Exeter is a historic city in Devon, England. It lies within the ceremonial county of Devon, of which it is the county town as well as the home of Devon County Council. Currently the administrative area has the status of a non-metropolitan district, and is therefore under the administration of the...

 (Karesk), are nearly always near the coast reminding us that in those days travelling was done mainly by sea. The Devonian villages of Petrockstowe
Petrockstowe
First mentioned in the Domesday Book Petrockstowe is a small village in the Devon district of Torridge in Northern Devon. It is near the end of the Tarka Trail. Its population has fluctuated between 400 and 600...

 and Newton St Petroc are also named after Saint Petroc and the flag of Devon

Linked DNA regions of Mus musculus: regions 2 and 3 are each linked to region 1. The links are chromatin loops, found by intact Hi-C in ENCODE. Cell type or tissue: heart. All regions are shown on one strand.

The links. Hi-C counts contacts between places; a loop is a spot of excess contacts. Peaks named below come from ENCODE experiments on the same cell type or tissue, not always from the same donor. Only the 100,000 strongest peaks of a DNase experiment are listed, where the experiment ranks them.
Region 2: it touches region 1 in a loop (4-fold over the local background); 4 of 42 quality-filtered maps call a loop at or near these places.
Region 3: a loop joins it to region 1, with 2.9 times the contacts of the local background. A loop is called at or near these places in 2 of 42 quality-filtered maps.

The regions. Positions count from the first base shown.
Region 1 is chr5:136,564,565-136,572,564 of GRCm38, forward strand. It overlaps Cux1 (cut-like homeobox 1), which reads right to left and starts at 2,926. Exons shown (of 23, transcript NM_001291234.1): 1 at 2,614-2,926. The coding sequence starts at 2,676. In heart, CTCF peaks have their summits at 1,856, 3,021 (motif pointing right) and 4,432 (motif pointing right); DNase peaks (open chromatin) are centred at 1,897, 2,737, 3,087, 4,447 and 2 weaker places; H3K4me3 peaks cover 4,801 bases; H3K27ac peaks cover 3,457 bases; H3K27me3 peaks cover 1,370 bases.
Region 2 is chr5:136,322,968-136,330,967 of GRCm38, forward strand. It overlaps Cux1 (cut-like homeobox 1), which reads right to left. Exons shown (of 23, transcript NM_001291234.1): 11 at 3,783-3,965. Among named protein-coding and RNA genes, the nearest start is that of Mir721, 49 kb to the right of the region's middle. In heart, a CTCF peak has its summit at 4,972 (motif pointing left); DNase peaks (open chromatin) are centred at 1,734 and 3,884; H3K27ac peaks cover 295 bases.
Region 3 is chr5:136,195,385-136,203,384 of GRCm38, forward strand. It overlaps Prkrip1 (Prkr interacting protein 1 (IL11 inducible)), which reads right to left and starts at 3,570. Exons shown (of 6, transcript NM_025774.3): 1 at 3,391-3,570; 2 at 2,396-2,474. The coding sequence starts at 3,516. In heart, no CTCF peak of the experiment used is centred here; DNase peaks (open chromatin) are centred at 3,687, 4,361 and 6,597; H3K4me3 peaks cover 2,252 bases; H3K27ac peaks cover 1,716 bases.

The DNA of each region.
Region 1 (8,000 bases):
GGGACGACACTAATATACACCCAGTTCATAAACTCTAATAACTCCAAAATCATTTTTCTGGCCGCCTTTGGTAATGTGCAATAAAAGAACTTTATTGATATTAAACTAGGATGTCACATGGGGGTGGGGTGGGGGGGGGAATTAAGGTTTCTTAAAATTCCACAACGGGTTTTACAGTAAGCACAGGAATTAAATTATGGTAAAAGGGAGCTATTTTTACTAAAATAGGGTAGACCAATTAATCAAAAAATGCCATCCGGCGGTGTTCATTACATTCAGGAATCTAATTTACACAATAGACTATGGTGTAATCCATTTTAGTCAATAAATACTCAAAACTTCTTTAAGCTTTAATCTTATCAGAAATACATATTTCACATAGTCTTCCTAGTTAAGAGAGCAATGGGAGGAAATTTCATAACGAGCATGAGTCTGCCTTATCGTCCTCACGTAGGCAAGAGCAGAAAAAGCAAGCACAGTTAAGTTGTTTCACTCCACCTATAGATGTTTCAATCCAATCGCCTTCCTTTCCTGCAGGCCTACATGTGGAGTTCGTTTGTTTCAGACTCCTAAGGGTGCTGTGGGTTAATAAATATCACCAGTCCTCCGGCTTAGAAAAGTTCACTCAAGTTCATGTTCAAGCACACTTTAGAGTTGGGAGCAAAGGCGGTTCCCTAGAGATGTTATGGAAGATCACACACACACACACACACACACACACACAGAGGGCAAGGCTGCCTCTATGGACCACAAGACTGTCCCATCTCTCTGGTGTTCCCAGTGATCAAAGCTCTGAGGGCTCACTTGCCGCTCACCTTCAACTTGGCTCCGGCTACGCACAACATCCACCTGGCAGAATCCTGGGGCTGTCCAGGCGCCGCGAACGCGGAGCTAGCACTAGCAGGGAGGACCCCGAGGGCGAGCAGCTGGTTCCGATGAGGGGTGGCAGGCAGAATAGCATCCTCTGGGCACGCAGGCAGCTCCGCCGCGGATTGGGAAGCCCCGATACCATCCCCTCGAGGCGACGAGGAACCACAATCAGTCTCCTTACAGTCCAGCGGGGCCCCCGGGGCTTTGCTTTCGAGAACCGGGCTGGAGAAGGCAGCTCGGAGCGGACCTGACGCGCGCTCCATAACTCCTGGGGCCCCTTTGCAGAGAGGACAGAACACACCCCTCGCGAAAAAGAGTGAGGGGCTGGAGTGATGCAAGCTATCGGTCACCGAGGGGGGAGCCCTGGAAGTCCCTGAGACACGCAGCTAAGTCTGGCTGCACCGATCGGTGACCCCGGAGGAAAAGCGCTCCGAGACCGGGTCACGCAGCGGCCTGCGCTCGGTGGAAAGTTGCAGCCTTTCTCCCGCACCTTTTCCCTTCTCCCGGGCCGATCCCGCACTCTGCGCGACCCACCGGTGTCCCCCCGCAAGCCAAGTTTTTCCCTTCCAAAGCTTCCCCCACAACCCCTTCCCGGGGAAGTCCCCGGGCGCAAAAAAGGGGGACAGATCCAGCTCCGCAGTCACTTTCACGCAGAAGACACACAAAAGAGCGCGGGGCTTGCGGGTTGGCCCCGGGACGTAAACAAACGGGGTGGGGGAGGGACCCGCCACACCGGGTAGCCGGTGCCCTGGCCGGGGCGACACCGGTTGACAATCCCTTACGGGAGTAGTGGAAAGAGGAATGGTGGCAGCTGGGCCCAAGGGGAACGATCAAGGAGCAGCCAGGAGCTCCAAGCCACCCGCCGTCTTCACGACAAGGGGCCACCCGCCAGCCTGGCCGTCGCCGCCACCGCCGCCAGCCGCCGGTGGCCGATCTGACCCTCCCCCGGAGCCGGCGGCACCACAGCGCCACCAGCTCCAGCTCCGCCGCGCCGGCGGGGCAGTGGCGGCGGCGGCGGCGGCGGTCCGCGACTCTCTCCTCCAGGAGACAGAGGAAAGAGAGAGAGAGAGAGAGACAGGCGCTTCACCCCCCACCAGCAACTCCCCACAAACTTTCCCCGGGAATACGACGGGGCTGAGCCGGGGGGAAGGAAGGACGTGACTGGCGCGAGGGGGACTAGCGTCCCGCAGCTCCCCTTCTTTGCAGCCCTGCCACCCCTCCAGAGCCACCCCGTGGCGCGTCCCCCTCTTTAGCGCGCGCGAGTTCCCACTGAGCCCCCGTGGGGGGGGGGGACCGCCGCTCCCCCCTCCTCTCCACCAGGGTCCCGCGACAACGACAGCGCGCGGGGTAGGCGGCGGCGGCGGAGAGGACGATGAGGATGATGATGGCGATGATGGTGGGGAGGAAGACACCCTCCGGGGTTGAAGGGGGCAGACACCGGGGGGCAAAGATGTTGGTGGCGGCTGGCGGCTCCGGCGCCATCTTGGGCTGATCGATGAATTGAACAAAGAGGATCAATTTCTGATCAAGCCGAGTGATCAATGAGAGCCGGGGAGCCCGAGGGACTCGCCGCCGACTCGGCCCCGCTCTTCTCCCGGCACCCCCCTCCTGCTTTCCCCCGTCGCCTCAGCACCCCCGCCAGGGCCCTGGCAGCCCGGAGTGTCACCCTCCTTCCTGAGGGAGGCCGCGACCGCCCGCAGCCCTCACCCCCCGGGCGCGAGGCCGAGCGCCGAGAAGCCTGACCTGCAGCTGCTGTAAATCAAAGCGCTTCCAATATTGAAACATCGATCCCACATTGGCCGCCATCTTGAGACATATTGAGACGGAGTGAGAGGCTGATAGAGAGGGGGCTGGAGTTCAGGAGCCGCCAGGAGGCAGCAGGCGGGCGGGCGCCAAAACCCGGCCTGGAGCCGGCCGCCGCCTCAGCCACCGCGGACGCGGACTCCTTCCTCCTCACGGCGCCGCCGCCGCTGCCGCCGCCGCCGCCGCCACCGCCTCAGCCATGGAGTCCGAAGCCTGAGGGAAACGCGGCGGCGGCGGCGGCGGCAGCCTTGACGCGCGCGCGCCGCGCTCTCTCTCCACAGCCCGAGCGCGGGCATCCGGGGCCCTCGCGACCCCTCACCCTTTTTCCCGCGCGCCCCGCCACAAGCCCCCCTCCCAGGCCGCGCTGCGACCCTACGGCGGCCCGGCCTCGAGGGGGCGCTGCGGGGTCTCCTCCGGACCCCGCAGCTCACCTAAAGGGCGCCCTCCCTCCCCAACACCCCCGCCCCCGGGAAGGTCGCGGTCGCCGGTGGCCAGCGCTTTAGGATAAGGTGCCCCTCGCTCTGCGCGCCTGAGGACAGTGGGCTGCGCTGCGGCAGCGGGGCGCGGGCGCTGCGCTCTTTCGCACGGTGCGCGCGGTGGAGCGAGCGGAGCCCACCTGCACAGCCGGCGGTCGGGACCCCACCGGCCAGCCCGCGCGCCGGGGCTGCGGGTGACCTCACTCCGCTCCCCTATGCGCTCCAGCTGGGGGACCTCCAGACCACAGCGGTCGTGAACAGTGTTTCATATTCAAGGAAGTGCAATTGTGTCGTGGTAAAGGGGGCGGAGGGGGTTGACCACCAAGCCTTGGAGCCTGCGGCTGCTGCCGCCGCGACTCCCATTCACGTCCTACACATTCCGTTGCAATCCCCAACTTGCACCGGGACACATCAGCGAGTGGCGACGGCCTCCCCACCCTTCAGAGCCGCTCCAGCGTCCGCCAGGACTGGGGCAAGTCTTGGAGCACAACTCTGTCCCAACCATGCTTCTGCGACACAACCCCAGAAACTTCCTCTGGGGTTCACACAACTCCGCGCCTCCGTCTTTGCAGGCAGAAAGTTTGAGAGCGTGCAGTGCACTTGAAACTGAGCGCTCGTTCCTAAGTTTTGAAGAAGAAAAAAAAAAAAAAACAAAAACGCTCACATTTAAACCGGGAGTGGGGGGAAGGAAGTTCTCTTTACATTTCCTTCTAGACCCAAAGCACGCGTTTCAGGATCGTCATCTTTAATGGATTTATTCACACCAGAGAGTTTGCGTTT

Flag of Devon
The Flag of Devon is the flag of the English county of Devon. It is dedicated to Saint Petroc, a local saint with numerous dedications throughout the West Country and particularly in Devon. It is notable for its creation through two web-based polls.-History:...

 is dedicated to him.

The history of Christianity in the South West of England remains to some degree obscure. Parts of the historic county of Devon formed part of the diocese of Wessex, while nothing is known of the church organisation of the Celtic areas. About 703 Devon and Cornwall were included in the separate diocese of Sherborne and in 900 this was again divided into two, the Devon bishop having from 905 his seat at Tawton (now Bishop's Tawton
Bishop's Tawton
Bishop's Tawton is a village and civil parish in the North Devon district of Devon, England. It is in the valley of the River Taw, about three miles south of Barnstaple. According to the 2001 census the parish had a population of 1,176....